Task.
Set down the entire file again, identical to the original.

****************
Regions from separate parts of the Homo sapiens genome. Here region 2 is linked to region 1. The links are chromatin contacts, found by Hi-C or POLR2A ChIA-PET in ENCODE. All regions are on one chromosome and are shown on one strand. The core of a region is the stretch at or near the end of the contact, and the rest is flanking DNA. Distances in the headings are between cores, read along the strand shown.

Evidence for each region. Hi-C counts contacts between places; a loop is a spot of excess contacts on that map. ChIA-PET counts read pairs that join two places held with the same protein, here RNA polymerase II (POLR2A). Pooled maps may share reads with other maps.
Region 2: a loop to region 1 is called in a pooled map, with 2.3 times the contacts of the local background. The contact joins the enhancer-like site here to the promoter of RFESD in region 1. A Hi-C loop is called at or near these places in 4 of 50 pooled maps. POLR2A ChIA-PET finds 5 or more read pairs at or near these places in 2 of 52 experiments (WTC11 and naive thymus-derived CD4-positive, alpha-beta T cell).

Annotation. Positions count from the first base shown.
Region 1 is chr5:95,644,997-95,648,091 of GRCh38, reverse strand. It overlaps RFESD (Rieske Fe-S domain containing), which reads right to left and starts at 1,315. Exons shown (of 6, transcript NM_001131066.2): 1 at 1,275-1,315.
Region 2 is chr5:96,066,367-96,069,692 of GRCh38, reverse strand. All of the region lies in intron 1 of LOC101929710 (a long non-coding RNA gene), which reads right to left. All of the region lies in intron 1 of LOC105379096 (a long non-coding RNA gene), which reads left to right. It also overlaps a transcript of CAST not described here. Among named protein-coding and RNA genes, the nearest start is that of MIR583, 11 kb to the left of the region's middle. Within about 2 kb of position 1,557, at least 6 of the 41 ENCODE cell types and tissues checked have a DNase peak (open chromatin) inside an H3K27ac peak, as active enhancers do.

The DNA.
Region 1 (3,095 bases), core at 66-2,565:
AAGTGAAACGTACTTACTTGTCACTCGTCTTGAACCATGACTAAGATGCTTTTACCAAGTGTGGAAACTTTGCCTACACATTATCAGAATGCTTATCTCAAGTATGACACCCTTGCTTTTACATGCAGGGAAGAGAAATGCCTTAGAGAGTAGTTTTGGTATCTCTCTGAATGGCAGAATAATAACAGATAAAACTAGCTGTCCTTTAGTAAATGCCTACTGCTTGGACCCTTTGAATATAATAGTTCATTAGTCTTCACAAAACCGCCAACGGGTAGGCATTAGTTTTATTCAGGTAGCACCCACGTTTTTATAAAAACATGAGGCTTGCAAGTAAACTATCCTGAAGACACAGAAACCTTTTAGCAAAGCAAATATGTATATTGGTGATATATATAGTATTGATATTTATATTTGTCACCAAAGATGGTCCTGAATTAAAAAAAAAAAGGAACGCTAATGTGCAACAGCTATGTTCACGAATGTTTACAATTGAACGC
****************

Regions from separate parts of the Homo sapiens genome. Here region 2 is linked to region 1. The links are chromatin contacts, found by Hi-C or POLR2A ChIA-PET in ENCODE. All regions are on one chromosome and are shown on one strand. The core of a region is the stretch at or near the end of the contact, and the rest is flanking DNA. Distances in the headings are between cores, read along the strand shown.

Evidence for each region. Hi-C counts contacts between places; a loop is a spot of excess contacts on that map. ChIA-PET counts read pairs that join two places held with the same protein, here RNA polymerase II (POLR2A). Pooled maps may share reads with other maps.
Region 2: a loop to region 1 is called in a pooled map, with 2.3 times the contacts of the local background. The contact joins the enhancer-like site here to the promoter of RFESD in region 1. A Hi-C loop is called at or near these places in 4 of 50 pooled maps. POLR2A ChIA-PET finds 5 or more read pairs at or near these places in 2 of 52 experiments (WTC11 and naive thymus-derived CD4-positive, alpha-beta T cell).

Annotation. Positions count from the first base shown.
Region 1 is chr5:95,644,997-95,648,091 of GRCh38, reverse strand. It overlaps RFESD (Rieske Fe-S domain containing), which reads right to left and starts at 1,315. Exons shown (of 6, transcript NM_001131066.2): 1 at 1,275-1,315.
Region 2 is chr5:96,066,367-96,069,692 of GRCh38, reverse strand. All of the region lies in intron 1 of LOC101929710 (a long non-coding RNA gene), which reads right to left. All of the region lies in intron 1 of LOC105379096 (a long non-coding RNA gene), which reads left to right. It also overlaps a transcript of CAST not described here. Among named protein-coding and RNA genes, the nearest start is that of MIR583, 11 kb to the left of the region's middle. Within about 2 kb of position 1,557, at least 6 of the 41 ENCODE cell types and tissues checked have a DNase peak (open chromatin) inside an H3K27ac peak, as active enhancers do.

The DNA.
Region 1 (3,095 bases), core at 66-2,565:
AAGTGAAACGTACTTACTTGTCACTCGTCTTGAACCATGACTAAGATGCTTTTACCAAGTGTGGAAACTTTGCCTACACATTATCAGAATGCTTATCTCAAGTATGACACCCTTGCTTTTACATGCAGGGAAGAGAAATGCCTTAGAGAGTAGTTTTGGTATCTCTCTGAATGGCAGAATAATAACAGATAAAACTAGCTGTCCTTTAGTAAATGCCTACTGCTTGGACCCTTTGAATATAATAGTTCATTAGTCTTCACAAAACCGCCAACGGGTAGGCATTAGTTTTATTCAGGTAGCACCCACGTTTTTATAAAAACATGAGGCTTGCAAGTAAACTATCCTGAAGACACAGAAACCTTTTAGCAAAGCAAATATGTATATTGGTGATATATATAGTATTGATATTTATATTTGTCACCAAAGATGGTCCTGAATTAAAAAAAAAAAGGAACGCTAATGTGCAACAGCTATGTTCACGAATGTTTACAATTGAACGC